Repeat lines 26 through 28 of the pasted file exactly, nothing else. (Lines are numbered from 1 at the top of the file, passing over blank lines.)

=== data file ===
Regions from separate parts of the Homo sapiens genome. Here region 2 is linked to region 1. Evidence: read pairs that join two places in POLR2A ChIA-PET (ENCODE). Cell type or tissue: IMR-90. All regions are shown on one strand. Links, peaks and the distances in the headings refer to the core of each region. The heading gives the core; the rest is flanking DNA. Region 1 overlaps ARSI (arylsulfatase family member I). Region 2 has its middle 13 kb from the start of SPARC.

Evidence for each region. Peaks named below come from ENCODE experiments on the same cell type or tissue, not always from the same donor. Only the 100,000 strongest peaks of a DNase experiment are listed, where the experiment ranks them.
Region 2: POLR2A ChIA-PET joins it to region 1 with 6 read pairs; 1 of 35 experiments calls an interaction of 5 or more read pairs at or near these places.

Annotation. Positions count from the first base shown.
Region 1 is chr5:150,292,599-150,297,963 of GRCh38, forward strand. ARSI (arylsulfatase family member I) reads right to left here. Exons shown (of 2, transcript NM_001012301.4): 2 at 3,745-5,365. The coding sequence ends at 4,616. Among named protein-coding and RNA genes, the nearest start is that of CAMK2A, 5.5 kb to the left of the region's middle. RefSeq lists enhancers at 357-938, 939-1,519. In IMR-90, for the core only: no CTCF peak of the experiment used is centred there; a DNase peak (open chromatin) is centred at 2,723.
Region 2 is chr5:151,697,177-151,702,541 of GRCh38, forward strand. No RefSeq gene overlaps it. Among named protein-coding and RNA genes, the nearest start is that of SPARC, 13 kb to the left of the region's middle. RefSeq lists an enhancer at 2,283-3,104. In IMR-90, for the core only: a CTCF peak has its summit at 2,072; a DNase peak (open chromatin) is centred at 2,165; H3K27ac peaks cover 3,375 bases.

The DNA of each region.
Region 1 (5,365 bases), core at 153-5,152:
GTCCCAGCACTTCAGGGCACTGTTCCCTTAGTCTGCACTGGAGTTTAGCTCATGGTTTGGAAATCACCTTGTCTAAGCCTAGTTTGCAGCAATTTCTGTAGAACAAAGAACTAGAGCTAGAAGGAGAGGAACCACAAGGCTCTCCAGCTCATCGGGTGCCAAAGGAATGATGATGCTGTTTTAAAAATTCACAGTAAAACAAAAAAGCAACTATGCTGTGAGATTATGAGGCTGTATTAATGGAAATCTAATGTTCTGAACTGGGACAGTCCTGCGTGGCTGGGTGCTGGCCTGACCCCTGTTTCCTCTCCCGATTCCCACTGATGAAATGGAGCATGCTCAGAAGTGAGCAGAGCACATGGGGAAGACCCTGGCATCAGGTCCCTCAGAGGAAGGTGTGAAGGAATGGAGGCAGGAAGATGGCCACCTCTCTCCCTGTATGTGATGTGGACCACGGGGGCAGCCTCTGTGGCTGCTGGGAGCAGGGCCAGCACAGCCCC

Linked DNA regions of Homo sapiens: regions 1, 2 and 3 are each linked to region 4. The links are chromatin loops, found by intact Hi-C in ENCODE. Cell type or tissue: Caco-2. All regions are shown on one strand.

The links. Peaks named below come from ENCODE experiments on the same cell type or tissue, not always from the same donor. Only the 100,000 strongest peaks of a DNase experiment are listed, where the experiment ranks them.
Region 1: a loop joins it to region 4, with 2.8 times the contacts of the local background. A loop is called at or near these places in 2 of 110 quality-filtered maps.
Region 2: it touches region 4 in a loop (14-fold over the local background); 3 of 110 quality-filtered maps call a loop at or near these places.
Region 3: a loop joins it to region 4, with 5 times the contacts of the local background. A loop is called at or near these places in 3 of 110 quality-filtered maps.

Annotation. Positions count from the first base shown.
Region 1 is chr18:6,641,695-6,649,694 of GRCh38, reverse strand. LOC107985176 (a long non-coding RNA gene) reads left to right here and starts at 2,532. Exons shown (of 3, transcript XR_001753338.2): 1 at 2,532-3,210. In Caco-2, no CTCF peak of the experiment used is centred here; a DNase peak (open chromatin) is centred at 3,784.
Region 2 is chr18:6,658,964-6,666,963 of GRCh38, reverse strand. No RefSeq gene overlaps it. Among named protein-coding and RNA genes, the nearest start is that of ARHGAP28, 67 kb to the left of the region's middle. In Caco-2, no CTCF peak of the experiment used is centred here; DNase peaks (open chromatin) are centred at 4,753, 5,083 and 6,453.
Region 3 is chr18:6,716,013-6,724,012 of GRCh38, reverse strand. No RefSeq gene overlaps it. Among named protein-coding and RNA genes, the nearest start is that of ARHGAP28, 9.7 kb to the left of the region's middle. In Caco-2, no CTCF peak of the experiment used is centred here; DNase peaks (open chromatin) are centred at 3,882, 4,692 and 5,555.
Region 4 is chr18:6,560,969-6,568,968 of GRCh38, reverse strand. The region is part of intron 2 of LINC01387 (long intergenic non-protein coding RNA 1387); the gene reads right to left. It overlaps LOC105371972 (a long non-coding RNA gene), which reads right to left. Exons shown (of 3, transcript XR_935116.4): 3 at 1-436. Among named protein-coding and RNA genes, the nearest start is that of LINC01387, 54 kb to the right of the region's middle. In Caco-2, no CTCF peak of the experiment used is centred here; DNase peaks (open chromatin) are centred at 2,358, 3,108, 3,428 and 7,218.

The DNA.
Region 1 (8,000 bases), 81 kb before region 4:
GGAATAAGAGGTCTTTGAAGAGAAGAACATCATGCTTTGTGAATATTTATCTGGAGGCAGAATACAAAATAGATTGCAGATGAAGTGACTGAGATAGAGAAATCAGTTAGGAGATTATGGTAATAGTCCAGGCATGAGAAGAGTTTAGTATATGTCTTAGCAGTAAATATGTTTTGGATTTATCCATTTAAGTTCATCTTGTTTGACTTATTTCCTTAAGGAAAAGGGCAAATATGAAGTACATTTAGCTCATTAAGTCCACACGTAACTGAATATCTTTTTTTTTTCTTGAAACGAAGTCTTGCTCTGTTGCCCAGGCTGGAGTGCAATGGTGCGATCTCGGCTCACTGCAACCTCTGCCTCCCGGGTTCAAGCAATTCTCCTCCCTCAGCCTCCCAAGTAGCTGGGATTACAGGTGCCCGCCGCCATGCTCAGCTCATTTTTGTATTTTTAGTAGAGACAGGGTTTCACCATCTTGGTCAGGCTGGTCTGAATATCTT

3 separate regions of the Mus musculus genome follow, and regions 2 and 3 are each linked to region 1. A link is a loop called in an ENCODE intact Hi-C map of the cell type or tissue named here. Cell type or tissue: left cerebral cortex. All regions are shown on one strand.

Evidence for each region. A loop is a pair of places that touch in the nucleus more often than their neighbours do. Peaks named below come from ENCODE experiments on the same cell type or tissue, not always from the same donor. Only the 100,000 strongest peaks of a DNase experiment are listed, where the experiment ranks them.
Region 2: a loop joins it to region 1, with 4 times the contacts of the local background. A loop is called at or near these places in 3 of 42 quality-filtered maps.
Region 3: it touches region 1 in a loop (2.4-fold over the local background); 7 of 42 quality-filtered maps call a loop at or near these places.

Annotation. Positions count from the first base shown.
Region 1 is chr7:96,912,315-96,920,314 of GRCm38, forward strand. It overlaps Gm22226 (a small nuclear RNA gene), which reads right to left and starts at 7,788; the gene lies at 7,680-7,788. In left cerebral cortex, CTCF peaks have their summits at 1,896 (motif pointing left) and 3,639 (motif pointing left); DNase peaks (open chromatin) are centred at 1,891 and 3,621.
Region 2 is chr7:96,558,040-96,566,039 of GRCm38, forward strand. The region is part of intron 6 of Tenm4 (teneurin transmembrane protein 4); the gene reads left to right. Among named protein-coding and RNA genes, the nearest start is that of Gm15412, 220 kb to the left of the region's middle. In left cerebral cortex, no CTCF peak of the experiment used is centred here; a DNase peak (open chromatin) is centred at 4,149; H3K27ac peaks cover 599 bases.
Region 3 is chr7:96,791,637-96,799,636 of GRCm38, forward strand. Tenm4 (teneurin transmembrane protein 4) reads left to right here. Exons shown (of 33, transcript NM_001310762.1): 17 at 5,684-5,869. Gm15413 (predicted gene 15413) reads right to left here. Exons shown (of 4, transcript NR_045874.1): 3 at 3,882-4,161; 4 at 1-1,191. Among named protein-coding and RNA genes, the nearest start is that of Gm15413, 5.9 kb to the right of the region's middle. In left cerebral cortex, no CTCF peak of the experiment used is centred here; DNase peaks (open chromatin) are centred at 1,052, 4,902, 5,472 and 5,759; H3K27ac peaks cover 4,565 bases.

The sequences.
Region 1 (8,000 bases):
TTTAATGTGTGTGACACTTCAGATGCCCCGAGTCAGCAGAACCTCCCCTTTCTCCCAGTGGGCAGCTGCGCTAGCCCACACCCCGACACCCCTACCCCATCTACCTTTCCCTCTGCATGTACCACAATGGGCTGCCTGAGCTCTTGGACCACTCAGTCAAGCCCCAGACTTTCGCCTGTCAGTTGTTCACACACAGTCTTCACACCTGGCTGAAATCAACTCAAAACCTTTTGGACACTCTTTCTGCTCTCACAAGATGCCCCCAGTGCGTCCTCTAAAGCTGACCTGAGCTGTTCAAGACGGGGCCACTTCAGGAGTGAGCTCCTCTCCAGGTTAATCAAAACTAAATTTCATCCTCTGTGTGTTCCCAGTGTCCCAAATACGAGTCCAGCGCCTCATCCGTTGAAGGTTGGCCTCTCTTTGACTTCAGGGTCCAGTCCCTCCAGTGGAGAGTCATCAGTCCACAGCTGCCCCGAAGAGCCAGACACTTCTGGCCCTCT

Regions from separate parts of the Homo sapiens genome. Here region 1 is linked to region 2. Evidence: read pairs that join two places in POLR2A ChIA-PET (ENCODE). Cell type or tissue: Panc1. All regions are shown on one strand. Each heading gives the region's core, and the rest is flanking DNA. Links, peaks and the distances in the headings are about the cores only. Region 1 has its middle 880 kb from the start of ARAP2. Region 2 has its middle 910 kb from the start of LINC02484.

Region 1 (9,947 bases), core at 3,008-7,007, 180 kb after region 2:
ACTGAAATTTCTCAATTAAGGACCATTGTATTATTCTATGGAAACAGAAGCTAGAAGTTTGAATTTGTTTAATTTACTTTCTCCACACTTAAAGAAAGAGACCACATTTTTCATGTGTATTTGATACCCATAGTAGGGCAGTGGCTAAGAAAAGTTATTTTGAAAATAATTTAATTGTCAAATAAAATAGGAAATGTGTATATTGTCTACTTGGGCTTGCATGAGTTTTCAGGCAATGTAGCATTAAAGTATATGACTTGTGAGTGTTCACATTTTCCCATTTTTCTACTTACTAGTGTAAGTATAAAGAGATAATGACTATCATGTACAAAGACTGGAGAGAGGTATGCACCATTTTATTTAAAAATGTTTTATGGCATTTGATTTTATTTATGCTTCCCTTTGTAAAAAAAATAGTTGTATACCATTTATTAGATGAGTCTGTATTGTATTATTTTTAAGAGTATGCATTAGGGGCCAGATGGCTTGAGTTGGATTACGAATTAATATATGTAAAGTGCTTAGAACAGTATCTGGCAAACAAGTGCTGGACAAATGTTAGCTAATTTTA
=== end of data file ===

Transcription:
Region 3: it touches region 1 in a loop (2.4-fold over the local background); 7 of 42 quality-filtered maps call a loop at or near these places.

Annotation. Positions count from the first base shown.
Region 1 is chr7:96,912,315-96,920,314 of GRCm38, forward strand. It overlaps Gm22226 (a small nuclear RNA gene), which reads right to left and starts at 7,788; the gene lies at 7,680-7,788. In left cerebral cortex, CTCF peaks have their summits at 1,896 (motif pointing left) and 3,639 (motif pointing left); DNase peaks (open chromatin) are centred at 1,891 and 3,621.